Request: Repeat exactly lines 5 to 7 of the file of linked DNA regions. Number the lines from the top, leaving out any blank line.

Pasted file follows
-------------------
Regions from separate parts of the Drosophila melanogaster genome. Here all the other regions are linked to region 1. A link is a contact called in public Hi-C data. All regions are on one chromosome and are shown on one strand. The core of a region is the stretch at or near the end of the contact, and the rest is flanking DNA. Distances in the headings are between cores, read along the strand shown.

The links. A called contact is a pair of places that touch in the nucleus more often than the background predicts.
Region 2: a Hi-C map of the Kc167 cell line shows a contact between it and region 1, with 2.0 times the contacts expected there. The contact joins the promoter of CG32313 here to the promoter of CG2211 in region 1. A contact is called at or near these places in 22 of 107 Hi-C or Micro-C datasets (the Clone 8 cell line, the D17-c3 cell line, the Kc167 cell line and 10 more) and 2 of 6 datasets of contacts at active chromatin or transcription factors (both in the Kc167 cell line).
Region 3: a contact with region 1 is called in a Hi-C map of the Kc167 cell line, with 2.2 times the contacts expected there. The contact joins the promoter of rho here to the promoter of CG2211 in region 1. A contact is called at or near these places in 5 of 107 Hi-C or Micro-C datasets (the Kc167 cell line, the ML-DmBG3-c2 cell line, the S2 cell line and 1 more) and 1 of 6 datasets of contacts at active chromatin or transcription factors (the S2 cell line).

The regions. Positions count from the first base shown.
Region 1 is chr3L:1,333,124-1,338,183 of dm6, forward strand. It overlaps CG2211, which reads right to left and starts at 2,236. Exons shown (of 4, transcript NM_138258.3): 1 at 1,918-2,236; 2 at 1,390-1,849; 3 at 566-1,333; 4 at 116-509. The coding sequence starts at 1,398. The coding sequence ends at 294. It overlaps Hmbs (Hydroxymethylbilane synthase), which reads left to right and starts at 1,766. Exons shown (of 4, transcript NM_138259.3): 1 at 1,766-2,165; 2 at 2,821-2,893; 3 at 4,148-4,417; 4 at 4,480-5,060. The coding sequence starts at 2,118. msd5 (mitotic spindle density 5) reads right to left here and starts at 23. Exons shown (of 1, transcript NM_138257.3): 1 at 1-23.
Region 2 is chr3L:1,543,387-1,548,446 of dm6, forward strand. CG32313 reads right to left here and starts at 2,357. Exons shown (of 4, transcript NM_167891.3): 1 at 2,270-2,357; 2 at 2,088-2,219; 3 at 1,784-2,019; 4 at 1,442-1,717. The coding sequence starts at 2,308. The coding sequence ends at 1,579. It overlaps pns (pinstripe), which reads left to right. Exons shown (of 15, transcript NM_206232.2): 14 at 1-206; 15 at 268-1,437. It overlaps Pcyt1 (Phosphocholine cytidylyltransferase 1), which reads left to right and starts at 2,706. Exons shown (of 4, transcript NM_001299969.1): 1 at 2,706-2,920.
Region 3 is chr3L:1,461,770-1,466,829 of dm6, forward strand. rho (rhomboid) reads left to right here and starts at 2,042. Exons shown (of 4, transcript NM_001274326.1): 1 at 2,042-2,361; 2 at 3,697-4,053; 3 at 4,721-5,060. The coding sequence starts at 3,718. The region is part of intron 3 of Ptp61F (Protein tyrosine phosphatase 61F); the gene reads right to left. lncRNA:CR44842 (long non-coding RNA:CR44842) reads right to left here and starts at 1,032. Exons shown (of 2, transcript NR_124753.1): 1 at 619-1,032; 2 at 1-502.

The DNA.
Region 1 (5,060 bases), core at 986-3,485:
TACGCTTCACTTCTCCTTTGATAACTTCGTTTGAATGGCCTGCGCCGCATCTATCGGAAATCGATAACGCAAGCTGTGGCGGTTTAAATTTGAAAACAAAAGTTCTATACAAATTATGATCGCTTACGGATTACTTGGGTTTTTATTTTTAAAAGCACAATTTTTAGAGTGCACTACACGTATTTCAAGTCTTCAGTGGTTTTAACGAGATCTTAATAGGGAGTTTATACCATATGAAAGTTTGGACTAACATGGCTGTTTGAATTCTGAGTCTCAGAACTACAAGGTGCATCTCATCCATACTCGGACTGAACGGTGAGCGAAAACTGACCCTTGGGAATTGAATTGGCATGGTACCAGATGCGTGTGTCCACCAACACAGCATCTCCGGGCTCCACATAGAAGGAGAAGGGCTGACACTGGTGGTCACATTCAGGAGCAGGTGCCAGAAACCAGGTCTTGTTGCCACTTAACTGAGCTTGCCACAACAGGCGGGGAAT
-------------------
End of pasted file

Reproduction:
The regions. Positions count from the first base shown.
Region 1 is chr3L:1,333,124-1,338,183 of dm6, forward strand. It overlaps CG2211, which reads right to left and starts at 2,236. Exons shown (of 4, transcript NM_138258.3): 1 at 1,918-2,236; 2 at 1,390-1,849; 3 at 566-1,333; 4 at 116-509. The coding sequence starts at 1,398. The coding sequence ends at 294. It overlaps Hmbs (Hydroxymethylbilane synthase), which reads left to right and starts at 1,766. Exons shown (of 4, transcript NM_138259.3): 1 at 1,766-2,165; 2 at 2,821-2,893; 3 at 4,148-4,417; 4 at 4,480-5,060. The coding sequence starts at 2,118. msd5 (mitotic spindle density 5) reads right to left here and starts at 23. Exons shown (of 1, transcript NM_138257.3): 1 at 1-23.
Region 2 is chr3L:1,543,387-1,548,446 of dm6, forward strand. CG32313 reads right to left here and starts at 2,357. Exons shown (of 4, transcript NM_167891.3): 1 at 2,270-2,357; 2 at 2,088-2,219; 3 at 1,784-2,019; 4 at 1,442-1,717. The coding sequence starts at 2,308. The coding sequence ends at 1,579. It overlaps pns (pinstripe), which reads left to right. Exons shown (of 15, transcript NM_206232.2): 14 at 1-206; 15 at 268-1,437. It overlaps Pcyt1 (Phosphocholine cytidylyltransferase 1), which reads left to right and starts at 2,706. Exons shown (of 4, transcript NM_001299969.1): 1 at 2,706-2,920.